The Coronavirus pandemic has shined a light on existing educational inequities that are exacerbated by school closures and distance learning programs. There is also a new wave of urgency and commitment to racial equity and social justice. Everyone living through this time is navigating a public health and economic crisis and a time of society reckoning with systemic racial injustice. Both can be opportunities and catalysts for positive change.
As back to school plans have become part of a broader national conversation, education leaders must also prioritize the narrowing of equity and achievement gaps during and after the COVID crisis.
Planning for a New School Year in New Circumstances
Moving out of crisis mode and into intentional planning for the upcoming school year, it is critical that education leaders engage with marginalized student populations and their families to determine how to best build learning models that will meet their needs and keep from further widening equity and achievement gaps. Plans for back to school must be built with an equitable approach that addresses the intersections of race, poverty, residential segregation, and accessibility to social services.
Disproportionate Access to Essential Resources and the Digital Divide
Schools always have been more than just places of learning. Many students rely on school for meals, shelter, and mental health services. Without school in session, children and families may be lacking the resources they need. Access to community resources is vital under normal circumstances, let alone in the midst of a public health and economic crisis.
Without meeting students’ basic needs, learning will not take place effectively. Access to computing devices and wifi is an issue that is disproportionately affecting vulnerable student populations. According to the most recent federal data, about 14 percent of households with school-age children do not have internet access. In order to be a part of the solution in bridging the digital divide, Hoonuit will launch a new tool this fall to assist education agencies in mapping wi-fi access points and helping students and their families locate their nearest hotspot.
Social Emotional Learning: Supporting Mental Health
According to a study by JAMA Pediatrics published in April 2020, “Schools have long served as a de facto mental health system for many children and adolescents. […] during 2012 to 2015, 35% [of adolescents receiving mental health services] received their […] services exclusively from school settings.” The study goes on to say that “It is important to also understand that school closures will be relatively more disruptive for the mental health care of some youths. Adolescents in racial and ethnic minority groups, with lower family income, or with public health insurance were disproportionately likely to receive mental health services exclusively from school settings.”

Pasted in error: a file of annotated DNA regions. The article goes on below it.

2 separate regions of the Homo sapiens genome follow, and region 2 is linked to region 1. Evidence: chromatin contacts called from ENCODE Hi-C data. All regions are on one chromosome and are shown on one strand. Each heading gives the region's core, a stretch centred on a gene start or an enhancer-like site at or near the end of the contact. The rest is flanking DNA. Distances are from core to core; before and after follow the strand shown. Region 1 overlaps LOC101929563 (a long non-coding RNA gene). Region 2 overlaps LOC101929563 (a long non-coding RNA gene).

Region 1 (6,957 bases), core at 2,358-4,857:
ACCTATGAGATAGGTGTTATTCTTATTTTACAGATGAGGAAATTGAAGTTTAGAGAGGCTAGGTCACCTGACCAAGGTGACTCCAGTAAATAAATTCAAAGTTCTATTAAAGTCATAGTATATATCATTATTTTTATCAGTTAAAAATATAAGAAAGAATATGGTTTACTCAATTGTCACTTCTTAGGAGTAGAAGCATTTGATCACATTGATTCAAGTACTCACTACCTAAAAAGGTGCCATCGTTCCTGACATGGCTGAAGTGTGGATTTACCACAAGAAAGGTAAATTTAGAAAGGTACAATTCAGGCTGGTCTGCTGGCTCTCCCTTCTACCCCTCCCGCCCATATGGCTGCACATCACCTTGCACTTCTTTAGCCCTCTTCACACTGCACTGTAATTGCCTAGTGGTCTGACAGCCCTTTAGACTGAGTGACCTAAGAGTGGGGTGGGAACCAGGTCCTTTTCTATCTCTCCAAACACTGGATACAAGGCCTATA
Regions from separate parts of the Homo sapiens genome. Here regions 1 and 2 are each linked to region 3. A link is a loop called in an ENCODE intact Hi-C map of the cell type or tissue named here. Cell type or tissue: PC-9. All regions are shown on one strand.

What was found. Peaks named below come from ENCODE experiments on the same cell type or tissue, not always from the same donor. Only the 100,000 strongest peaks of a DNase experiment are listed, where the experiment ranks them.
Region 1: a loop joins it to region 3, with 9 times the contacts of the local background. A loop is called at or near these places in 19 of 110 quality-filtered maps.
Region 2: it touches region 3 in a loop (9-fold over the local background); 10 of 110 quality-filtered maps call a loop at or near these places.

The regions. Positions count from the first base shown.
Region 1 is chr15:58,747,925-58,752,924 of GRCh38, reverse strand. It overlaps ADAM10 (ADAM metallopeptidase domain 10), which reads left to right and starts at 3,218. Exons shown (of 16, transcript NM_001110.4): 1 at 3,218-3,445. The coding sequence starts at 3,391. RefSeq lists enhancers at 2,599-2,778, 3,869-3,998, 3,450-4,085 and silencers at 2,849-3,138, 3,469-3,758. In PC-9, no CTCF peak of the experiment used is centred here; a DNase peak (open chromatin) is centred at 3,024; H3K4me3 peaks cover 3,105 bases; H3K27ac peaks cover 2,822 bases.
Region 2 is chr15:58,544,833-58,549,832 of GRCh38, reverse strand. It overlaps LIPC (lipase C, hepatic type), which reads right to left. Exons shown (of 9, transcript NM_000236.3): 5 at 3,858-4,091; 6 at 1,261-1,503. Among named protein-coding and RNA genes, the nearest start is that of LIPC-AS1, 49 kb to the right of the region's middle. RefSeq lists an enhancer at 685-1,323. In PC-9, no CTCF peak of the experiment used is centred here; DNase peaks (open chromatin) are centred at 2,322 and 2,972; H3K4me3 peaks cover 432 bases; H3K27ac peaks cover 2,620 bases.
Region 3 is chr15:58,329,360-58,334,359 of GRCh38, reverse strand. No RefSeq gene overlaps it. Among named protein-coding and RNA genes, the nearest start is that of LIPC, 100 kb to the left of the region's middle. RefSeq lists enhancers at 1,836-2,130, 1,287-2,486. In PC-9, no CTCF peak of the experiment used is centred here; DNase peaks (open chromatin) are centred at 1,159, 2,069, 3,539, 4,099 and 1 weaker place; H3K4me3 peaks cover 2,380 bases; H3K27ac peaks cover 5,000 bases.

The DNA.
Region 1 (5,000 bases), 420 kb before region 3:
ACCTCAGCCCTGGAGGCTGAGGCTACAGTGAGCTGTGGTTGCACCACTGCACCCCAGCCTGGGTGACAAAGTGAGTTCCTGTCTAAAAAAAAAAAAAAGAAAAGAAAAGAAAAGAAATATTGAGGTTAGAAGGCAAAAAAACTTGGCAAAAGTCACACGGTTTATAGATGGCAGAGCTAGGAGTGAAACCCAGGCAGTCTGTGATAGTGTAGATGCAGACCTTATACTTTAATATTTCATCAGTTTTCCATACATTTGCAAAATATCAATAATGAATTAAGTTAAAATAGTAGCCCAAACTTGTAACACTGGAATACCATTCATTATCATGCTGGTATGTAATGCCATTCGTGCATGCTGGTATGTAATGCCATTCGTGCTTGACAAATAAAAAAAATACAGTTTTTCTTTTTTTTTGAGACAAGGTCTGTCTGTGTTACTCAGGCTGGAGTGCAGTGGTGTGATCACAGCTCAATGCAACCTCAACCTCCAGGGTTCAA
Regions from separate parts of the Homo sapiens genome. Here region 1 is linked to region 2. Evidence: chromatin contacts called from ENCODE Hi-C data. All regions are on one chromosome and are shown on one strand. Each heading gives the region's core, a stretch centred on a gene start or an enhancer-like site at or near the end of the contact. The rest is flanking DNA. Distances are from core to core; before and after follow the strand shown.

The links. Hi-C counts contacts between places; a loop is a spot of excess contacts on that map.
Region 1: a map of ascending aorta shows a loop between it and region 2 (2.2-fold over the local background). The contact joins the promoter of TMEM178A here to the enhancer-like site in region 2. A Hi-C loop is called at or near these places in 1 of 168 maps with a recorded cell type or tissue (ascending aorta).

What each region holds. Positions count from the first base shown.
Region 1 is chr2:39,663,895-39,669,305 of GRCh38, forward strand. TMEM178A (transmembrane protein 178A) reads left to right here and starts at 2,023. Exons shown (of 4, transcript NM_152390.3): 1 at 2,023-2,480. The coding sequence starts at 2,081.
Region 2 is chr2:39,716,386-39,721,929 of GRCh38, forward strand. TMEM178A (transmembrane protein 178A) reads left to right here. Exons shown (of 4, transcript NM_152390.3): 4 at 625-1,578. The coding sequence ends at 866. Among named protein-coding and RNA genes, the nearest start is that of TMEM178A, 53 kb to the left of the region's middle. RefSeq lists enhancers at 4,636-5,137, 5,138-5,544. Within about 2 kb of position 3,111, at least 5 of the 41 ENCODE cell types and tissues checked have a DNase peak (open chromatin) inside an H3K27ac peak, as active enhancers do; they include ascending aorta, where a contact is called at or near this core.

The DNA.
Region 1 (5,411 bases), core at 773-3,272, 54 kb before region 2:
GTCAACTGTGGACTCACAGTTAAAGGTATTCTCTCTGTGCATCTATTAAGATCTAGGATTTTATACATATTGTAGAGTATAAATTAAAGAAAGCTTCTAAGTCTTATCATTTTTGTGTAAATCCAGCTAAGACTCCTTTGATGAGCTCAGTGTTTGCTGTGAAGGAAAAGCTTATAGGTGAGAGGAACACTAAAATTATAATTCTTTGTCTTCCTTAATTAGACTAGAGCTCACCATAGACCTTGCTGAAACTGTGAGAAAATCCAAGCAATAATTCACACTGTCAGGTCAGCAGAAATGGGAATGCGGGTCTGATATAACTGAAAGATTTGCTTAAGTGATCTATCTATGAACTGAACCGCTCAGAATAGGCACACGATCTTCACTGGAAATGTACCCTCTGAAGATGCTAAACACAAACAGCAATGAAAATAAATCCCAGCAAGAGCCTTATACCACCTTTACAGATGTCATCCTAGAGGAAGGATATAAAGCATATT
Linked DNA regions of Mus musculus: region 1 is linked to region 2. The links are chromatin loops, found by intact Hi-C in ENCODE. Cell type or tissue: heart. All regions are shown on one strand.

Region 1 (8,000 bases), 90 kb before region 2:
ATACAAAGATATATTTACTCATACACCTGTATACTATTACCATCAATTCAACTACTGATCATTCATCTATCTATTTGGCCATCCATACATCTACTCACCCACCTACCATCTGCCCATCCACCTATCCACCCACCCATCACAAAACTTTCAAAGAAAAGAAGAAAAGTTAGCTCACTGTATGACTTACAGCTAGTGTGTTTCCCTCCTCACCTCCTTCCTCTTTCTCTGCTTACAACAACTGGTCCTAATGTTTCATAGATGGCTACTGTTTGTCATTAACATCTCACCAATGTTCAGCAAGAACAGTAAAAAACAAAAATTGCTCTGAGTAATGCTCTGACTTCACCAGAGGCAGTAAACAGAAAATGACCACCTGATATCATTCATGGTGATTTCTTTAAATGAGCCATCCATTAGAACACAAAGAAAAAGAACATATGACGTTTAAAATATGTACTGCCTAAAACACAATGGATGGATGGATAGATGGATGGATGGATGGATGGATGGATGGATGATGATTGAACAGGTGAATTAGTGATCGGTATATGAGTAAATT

Social emotional learning has understandably risen to the top of education priorities. As distance learning took hold, our district and agency partners have emphasized social emotional learning. Some integrated simple daily check-ins in the form of surveys, and others redirected with embedded curriculum. Social emotional learning will need to continue to be balanced with academic initiatives to support the whole child. It is important to understand that social emotional data is often collected in a silo, and therefore, does not provide whole child insight. Hoonuit helps educators bring together this information for a holistic view of their students.
Gleaning Insights and Building Actionable Plans with Data
Data tells a story. With the analysis of data, equity and achievement gaps can be identified. In order to make informed decisions and drive effective action plans, you need information. Equity-oriented data analysis, including subgroup analysis, is critical to pinpointing disproportionalities in our education systems.
The United States education system is intended to provide equal opportunity, but often disparities result from its design. It is the responsibility of every contributor in our educational institutions to examine the design of our systems and how each of us uphold the parts that aren’t working for all students.
You’ve probably heard the saying that schools are a microcosm of society, and change starts with education, and this upcoming school year must be different. Let us know how you will be using data to ensure equity in your schools in the 2020-21 school year. Our data consulting team can help you identify your data needs and develop a strategic plan.
We look forward to continuing the conversation and being a part of the solution.